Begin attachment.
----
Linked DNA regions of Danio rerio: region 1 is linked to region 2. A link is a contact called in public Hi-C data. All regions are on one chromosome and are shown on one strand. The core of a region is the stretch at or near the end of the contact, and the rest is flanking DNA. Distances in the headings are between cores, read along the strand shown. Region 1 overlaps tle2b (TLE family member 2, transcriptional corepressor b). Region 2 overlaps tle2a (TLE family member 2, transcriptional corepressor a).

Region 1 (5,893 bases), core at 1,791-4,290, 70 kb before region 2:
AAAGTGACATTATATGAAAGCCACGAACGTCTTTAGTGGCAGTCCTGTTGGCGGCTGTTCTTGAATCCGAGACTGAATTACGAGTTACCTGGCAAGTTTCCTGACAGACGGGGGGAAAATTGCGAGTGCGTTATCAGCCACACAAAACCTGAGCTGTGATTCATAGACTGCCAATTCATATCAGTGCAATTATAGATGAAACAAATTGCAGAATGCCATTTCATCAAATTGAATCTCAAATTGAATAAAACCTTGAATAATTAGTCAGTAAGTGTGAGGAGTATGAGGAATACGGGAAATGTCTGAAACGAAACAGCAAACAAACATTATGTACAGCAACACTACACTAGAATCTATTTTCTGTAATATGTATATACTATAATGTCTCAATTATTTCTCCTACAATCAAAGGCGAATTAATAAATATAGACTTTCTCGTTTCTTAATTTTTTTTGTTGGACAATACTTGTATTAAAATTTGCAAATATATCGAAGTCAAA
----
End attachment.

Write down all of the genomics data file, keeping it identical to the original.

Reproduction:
Linked DNA regions of Danio rerio: region 1 is linked to region 2. A link is a contact called in public Hi-C data. All regions are on one chromosome and are shown on one strand. The core of a region is the stretch at or near the end of the contact, and the rest is flanking DNA. Distances in the headings are between cores, read along the strand shown. Region 1 overlaps tle2b (TLE family member 2, transcriptional corepressor b). Region 2 overlaps tle2a (TLE family member 2, transcriptional corepressor a).

Region 1 (5,893 bases), core at 1,791-4,290, 70 kb before region 2:
AAAGTGACATTATATGAAAGCCACGAACGTCTTTAGTGGCAGTCCTGTTGGCGGCTGTTCTTGAATCCGAGACTGAATTACGAGTTACCTGGCAAGTTTCCTGACAGACGGGGGGAAAATTGCGAGTGCGTTATCAGCCACACAAAACCTGAGCTGTGATTCATAGACTGCCAATTCATATCAGTGCAATTATAGATGAAACAAATTGCAGAATGCCATTTCATCAAATTGAATCTCAAATTGAATAAAACCTTGAATAATTAGTCAGTAAGTGTGAGGAGTATGAGGAATACGGGAAATGTCTGAAACGAAACAGCAAACAAACATTATGTACAGCAACACTACACTAGAATCTATTTTCTGTAATATGTATATACTATAATGTCTCAATTATTTCTCCTACAATCAAAGGCGAATTAATAAATATAGACTTTCTCGTTTCTTAATTTTTTTTGTTGGACAATACTTGTATTAAAATTTGCAAATATATCGAAGTCAAA